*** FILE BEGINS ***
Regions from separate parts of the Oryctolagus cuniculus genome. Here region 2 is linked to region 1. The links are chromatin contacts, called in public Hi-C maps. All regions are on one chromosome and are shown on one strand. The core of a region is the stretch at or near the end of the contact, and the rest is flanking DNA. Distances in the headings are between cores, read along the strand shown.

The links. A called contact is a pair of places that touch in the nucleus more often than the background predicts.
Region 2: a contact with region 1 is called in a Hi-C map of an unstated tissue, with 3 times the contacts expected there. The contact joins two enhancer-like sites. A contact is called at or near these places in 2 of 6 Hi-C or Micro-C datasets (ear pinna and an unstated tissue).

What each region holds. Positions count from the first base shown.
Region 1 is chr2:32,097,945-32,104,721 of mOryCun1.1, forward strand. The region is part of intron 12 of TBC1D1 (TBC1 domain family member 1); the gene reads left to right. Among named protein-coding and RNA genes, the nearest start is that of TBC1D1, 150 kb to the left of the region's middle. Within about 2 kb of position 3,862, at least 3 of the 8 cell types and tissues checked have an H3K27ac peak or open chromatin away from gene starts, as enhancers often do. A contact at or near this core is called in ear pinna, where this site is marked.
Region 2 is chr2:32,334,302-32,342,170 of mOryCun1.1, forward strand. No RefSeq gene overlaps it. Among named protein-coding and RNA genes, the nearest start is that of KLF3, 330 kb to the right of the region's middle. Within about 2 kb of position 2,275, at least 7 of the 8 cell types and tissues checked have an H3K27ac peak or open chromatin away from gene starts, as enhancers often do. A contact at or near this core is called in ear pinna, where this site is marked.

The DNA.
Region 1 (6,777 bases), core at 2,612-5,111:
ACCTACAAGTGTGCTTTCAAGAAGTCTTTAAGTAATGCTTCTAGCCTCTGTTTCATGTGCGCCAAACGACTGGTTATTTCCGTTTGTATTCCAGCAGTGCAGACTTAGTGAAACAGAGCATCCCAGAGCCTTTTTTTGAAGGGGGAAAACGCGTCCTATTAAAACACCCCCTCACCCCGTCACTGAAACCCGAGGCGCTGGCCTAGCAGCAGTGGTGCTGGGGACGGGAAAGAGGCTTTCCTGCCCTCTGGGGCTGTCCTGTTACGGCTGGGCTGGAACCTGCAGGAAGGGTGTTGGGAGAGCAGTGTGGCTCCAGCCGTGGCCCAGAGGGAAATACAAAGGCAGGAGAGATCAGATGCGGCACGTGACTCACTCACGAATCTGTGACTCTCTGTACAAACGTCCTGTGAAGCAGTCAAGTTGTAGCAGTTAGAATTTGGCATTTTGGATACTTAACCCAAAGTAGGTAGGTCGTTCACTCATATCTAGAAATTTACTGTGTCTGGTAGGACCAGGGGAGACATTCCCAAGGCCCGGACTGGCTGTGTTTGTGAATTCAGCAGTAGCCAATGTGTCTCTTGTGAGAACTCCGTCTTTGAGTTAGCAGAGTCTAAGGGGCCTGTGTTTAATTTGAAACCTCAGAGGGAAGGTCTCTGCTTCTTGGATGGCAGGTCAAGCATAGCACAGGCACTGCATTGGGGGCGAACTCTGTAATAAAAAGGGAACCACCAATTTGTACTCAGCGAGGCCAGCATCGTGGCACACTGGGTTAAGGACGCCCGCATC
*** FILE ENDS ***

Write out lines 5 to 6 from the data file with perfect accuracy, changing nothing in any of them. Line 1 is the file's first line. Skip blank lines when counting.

Region 1 is chr2:32,097,945-32,104,721 of mOryCun1.1, forward strand. The region is part of intron 12 of TBC1D1 (TBC1 domain family member 1); the gene reads left to right. Among named protein-coding and RNA genes, the nearest start is that of TBC1D1, 150 kb to the left of the region's middle. Within about 2 kb of position 3,862, at least 3 of the 8 cell types and tissues checked have an H3K27ac peak or open chromatin away from gene starts, as enhancers often do. A contact at or near this core is called in ear pinna, where this site is marked.
Region 2 is chr2:32,334,302-32,342,170 of mOryCun1.1, forward strand. No RefSeq gene overlaps it. Among named protein-coding and RNA genes, the nearest start is that of KLF3, 330 kb to the right of the region's middle. Within about 2 kb of position 2,275, at least 7 of the 8 cell types and tissues checked have an H3K27ac peak or open chromatin away from gene starts, as enhancers often do. A contact at or near this core is called in ear pinna, where this site is marked.